Finally, your contributions are capped for a Coverdell when you reach a certain adjusted gross income. There are no income limitations for 529 plans.
When you withdraw money from a 529 plan, you can use it for a number of college expenses, including:
Recently, it became possible to use up to $10,000 from a 529 to pay for tuition at K-12 schools in some states. However, before you withdraw money for this use, Luber recommended speaking with a tax professional.
A Coverdell ESA can be used to pay for tuition, books, and uniforms. However, Coverdell accounts have always been available for K-12 education costs.
No matter what account you use, it’s important to save up for college if you plan to help your child cover those costs. If you can grow the account tax-free and get a potential state tax benefit, it can make a lot of sense to consider a college savings plan.
An investor should consider a 529 plan’s investment objectives, risks, charges and expenses before investing. A plan’s Program Disclosure Statement, which contains this and more information, should be read carefully before investing.
Investors should consider before investing whether their or their beneficiary’s home state offers any state tax or other state benefits such as financial aid, scholarship funds, and protection from creditors that are only available for investments in such state’s qualified tuition program and should consult their tax advisor, attorney and/or other advisor regarding their specific legal, investment or tax situation.
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Participation in a 529 plan does not guarantee that contributions and the investment return on contributions, if any, will be adequate to cover future tuition and other higher education expenses, or that a beneficiary will be admitted to or permitted to continue to attend an eligible educational institution.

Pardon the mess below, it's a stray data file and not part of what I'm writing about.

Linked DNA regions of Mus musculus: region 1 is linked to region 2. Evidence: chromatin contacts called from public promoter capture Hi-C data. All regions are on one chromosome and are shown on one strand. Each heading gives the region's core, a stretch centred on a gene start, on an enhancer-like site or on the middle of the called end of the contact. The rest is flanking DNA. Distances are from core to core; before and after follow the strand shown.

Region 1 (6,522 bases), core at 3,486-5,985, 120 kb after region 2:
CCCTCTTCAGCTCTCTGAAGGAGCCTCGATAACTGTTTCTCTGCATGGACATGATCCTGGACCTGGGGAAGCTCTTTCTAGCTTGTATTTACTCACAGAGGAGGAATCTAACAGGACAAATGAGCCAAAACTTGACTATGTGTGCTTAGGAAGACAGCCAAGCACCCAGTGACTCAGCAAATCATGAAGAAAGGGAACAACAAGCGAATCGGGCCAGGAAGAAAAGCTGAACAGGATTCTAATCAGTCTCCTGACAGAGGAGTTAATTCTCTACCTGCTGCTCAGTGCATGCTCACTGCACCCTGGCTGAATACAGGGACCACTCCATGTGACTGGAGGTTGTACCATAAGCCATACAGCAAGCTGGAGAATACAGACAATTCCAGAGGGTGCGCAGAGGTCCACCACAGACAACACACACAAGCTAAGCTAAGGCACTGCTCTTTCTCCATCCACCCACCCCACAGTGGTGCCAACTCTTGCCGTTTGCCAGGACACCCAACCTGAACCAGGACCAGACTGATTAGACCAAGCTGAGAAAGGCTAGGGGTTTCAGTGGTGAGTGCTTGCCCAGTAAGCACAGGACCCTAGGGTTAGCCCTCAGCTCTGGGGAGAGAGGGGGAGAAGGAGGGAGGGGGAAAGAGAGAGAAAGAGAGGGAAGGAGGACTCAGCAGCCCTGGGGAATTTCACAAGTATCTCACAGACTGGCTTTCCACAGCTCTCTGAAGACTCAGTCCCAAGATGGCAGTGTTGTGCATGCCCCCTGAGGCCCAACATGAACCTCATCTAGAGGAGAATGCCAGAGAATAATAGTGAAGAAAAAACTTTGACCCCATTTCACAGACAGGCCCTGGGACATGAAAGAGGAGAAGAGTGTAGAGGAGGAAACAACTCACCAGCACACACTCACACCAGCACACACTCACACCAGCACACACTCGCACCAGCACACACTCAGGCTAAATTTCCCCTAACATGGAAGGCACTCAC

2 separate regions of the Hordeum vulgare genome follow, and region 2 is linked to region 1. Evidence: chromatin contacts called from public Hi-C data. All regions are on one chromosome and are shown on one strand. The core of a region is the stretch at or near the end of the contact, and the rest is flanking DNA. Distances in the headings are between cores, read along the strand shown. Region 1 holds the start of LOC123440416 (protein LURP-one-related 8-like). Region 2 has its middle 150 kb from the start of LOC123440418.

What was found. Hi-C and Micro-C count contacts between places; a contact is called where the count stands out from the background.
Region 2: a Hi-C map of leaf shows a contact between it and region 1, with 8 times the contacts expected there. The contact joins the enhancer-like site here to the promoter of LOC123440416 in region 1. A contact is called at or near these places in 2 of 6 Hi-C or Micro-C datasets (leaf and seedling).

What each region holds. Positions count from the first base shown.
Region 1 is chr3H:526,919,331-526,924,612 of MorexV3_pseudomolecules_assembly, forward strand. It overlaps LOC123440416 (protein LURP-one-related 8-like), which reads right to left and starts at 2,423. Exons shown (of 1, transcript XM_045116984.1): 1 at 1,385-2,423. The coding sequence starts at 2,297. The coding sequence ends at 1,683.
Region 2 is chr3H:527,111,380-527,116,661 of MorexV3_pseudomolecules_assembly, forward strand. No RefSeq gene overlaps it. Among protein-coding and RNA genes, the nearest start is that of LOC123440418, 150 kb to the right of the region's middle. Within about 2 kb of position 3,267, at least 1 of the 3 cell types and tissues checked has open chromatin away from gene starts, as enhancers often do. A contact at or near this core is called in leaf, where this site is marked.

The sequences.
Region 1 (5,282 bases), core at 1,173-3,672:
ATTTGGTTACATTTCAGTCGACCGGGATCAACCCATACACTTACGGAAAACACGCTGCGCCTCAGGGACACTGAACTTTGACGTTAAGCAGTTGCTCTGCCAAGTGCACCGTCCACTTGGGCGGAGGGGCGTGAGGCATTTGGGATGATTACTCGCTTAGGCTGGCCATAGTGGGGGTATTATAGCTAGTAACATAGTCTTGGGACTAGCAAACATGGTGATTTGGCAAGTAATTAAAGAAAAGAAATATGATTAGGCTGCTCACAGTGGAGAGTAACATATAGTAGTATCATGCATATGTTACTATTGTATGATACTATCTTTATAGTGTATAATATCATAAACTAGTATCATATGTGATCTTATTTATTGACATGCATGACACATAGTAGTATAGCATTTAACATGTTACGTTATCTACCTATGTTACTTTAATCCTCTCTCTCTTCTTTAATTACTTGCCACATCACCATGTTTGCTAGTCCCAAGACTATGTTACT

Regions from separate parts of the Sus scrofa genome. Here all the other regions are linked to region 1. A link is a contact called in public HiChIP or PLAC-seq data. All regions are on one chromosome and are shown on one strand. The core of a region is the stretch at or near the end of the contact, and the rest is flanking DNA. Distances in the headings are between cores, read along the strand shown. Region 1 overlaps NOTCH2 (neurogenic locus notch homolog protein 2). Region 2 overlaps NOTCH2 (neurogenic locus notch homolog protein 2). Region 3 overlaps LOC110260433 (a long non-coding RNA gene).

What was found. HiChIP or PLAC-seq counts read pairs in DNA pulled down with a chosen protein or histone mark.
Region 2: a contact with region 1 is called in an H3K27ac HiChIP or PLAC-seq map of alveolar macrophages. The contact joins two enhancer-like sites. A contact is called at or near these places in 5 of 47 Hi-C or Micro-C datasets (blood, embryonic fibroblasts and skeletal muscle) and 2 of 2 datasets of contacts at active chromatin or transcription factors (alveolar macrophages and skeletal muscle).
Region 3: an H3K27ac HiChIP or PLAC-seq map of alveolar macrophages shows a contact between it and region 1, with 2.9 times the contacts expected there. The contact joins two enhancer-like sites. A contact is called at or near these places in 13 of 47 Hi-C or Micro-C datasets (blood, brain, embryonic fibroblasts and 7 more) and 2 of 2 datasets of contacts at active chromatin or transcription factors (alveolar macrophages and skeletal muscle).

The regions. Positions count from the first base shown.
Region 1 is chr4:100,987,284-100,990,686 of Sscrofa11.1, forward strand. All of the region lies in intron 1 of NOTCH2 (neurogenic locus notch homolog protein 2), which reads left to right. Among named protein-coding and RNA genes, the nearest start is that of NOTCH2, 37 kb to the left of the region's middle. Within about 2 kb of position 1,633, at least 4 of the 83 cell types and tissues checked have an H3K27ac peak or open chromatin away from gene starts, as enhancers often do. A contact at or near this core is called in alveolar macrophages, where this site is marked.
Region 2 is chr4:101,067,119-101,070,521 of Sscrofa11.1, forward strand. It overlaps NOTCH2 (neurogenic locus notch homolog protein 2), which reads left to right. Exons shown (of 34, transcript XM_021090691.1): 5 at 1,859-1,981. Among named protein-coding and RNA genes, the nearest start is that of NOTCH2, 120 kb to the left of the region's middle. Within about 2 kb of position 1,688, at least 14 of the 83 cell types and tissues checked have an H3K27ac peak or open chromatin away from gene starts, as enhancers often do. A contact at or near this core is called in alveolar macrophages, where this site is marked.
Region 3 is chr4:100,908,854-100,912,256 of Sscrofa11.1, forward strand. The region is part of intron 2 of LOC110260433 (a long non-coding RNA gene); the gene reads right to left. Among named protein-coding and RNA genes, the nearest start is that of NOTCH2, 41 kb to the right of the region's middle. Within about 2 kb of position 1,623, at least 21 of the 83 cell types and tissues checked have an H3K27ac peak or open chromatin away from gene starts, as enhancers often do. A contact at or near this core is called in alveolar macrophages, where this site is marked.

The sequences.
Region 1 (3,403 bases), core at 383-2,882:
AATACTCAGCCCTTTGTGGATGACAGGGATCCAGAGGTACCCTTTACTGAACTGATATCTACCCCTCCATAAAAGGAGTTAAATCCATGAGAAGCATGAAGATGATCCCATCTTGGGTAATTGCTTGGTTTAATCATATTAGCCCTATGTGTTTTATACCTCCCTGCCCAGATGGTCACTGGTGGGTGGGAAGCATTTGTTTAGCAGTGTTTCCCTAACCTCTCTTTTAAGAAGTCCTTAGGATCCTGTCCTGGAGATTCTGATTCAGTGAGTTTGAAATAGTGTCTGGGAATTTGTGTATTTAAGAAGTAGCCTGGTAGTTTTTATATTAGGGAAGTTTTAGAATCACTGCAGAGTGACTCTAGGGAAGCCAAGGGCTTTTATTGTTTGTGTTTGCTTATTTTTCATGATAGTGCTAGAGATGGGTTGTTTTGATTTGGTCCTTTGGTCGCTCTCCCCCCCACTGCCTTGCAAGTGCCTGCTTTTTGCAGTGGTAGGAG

TD Ameritrade does not provide tax advice. Every individual’s tax situation is different, and it is important to consult a qualified tax advisor regarding the application of a plan’s benefits to your own individual situation.
Investments in 529 plans are not guaranteed or insured by the FDIC, SIPC or any other government agency, and are not deposits or other obligations of any depository institution.
Withdrawals used to pay for qualified higher education expenses are typically free from federal income tax. These expenses include tuition, fees, books, computer equipment and software, supplies and equipment required for enrollment at a qualified institution of higher education. Room and board is considered a qualified education-related expense if the student is enrolled on at least a half-time basis.
The earnings portion (if any) of a Non-Qualified Withdrawal will be treated as ordinary income to the recipient and may also be subject to an additional 10% federal tax penalty.